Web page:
Reading through it all (pdf), it really is a great piece of policy work, matching campaign objectives with specific costings. In short, it is everything Make it Happen and Clegg’s ill-advised blagging about vast bulky tax cuts was not. On top of that, it offers economic relief in the short term followed by a boost to our environmental and social goals in the longer term. Steve Webb deserves hearty congratulations. It kicks caboose.

Fundamentally, it shows that for all his talk about not wanting statist solutions, there is still a real place for precisely that. In this case, one of purest economics, the more rightwing economic liberals simply have nothing to say. They’re whole case is built on a presumption on excess capacity and endless growth; as soon as both those presumptions go out of the window all they can do is stare dumbly.

So at end of a… variable year, I find myself with a big smile on my face. A clear sign that we are going in the right direction at last. Here’s hoping the next twelve months will have a lot more days like today in it.

Why the green movement fails [ADDENDUM]

I went on the National Climate March yesterday, as those who read my tweets will be painfully aware. The march itself was the usual festive fun, although not well attended (the organisers say 10,000 people attended, the police say 5,000 – by my own estimate it was somewhere between the two):

(credit: Helen Duffett @ LibDemVoice)

I don’t usually stick around for the rallies of these things – I feel I’ve done my bit by marching – but as Cleggy was speaking I decided to hang about. I’m afraid that the speeches that followed highlighted for me everything that is wrong with the green movement.

The rally began with music by Seize the Day, a terribly earnest group of folk singers. Not content with singing songs, the lead singer (pace Bono), decided to try his hand at proselytising. I really do wish he’d kept his mouth shut. Leaving aside his rather confused attempt at sarcasm about being glad people hadn’t taken direct action against Tesco for selling patio heaters (I couldn’t work out if he was implying he was disappointed at the crowd’s failure to storm the nearby Tesco Metro), he ranted about how disgraceful it was that politicians had constantly failed to take action on climate change and called for people to “occupy” Parliament next year. At one point, I swear he said we needed to “tear down Parliament” to ensure that we have “proper laws.” Think about that for a second.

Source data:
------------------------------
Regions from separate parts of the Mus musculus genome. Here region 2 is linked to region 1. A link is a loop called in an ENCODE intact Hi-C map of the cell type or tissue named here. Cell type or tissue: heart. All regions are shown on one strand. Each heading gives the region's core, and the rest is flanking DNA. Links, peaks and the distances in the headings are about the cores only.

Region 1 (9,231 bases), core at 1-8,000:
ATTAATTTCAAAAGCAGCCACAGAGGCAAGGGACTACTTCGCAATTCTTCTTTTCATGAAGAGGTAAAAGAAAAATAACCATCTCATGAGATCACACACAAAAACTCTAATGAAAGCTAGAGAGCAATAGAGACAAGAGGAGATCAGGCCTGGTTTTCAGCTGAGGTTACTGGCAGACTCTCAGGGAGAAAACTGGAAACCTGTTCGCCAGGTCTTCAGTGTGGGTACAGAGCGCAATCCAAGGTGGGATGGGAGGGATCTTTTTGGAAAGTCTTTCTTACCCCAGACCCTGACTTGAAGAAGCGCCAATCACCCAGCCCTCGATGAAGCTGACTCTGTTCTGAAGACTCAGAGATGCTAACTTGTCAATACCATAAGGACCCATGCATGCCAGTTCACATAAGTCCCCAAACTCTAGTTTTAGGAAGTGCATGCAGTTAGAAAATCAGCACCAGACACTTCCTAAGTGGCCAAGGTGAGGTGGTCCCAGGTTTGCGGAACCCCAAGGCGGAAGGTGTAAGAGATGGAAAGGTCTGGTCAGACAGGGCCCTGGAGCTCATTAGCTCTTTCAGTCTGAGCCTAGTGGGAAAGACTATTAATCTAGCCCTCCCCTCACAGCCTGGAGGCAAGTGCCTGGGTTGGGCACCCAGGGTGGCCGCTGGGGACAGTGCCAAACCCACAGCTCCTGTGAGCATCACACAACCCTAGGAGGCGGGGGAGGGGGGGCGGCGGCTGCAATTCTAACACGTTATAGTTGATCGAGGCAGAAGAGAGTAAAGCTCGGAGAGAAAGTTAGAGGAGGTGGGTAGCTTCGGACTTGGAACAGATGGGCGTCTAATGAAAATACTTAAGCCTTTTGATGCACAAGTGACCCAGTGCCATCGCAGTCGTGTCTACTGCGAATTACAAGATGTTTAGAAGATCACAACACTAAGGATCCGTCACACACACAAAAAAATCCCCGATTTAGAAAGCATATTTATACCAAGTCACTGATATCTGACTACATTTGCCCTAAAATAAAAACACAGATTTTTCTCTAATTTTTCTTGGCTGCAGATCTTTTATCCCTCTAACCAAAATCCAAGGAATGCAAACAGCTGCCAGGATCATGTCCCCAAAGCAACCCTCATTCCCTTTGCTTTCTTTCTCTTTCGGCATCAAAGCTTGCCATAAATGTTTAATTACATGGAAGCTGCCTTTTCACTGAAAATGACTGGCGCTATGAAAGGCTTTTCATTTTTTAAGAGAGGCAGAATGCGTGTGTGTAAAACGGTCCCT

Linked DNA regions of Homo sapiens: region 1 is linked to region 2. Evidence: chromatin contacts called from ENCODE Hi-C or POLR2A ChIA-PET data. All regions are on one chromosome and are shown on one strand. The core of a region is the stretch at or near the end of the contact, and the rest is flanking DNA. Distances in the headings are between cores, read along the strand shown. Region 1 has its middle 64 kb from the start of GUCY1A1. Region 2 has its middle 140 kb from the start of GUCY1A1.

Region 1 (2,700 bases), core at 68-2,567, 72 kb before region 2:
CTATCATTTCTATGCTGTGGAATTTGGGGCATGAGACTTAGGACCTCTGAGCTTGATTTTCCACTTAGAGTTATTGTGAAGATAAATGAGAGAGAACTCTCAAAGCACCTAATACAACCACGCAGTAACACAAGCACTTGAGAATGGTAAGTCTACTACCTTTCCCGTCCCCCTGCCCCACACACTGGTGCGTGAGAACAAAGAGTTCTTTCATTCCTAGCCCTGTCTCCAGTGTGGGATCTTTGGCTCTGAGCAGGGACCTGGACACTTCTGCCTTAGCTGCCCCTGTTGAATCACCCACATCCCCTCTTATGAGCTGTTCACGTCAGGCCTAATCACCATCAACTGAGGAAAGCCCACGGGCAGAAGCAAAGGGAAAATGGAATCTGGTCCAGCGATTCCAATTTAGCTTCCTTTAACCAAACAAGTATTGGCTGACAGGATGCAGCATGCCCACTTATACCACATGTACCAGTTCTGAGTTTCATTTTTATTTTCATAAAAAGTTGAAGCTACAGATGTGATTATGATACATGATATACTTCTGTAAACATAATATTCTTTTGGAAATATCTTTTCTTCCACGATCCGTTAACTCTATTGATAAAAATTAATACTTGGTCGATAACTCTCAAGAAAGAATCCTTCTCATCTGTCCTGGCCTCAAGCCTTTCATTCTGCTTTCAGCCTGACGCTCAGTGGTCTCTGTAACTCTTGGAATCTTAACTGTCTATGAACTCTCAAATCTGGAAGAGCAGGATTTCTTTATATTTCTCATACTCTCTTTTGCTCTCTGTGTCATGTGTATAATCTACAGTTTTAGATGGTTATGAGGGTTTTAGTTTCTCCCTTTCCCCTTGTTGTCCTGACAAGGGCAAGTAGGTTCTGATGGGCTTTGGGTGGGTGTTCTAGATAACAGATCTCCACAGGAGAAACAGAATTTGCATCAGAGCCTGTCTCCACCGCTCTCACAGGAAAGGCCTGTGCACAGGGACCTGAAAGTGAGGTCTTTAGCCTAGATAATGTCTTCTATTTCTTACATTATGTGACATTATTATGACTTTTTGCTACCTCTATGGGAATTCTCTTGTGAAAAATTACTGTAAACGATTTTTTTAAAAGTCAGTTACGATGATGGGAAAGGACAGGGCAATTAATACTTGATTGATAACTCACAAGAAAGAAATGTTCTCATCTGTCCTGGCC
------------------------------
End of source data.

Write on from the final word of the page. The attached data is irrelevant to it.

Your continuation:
A bit later one of the other speakers denounced the fact that, as awareness of climate change has grown, the very same companies who grew rich from carbon fuels are now being allowed to diversify into environmentally friendly industries. Finally, speaker after speaker announced that the only way to make progress on the environment was to have more direct action. I’m afraid to say that, with the exception of Nick Clegg and to a certain extent Caroline Lucas (I’ll let her off for denouncing “that place behind me” – i.e. Westminster Abbey – for failing to take action on climate change; even the most fervant believer of the Da Vinci Code would probably assume she meant the place on her right), the nonsense on show at the rally was of such a high quotient that it qualified as organic, sustainably-sourced fertiliser itself.

First of all, politicians. In the 13 years I’ve been involved in party politics, I can honestly say that – regardless of political party – the average MP is ahead of the curve when it comes to the environment than the average person in the street. It isn’t that MPs “don’t listen,” it’s that they listen only too well. They talk to people on the doorsteps and in their surgeries, they read the opinion polls, and they are made painfully aware, day after day, that the vast majority of the public do not consider real action to minimise climate change to be a serious option. Far from being undemocratic, MPs are only too willing to bend to public opinion when it comes to this issue.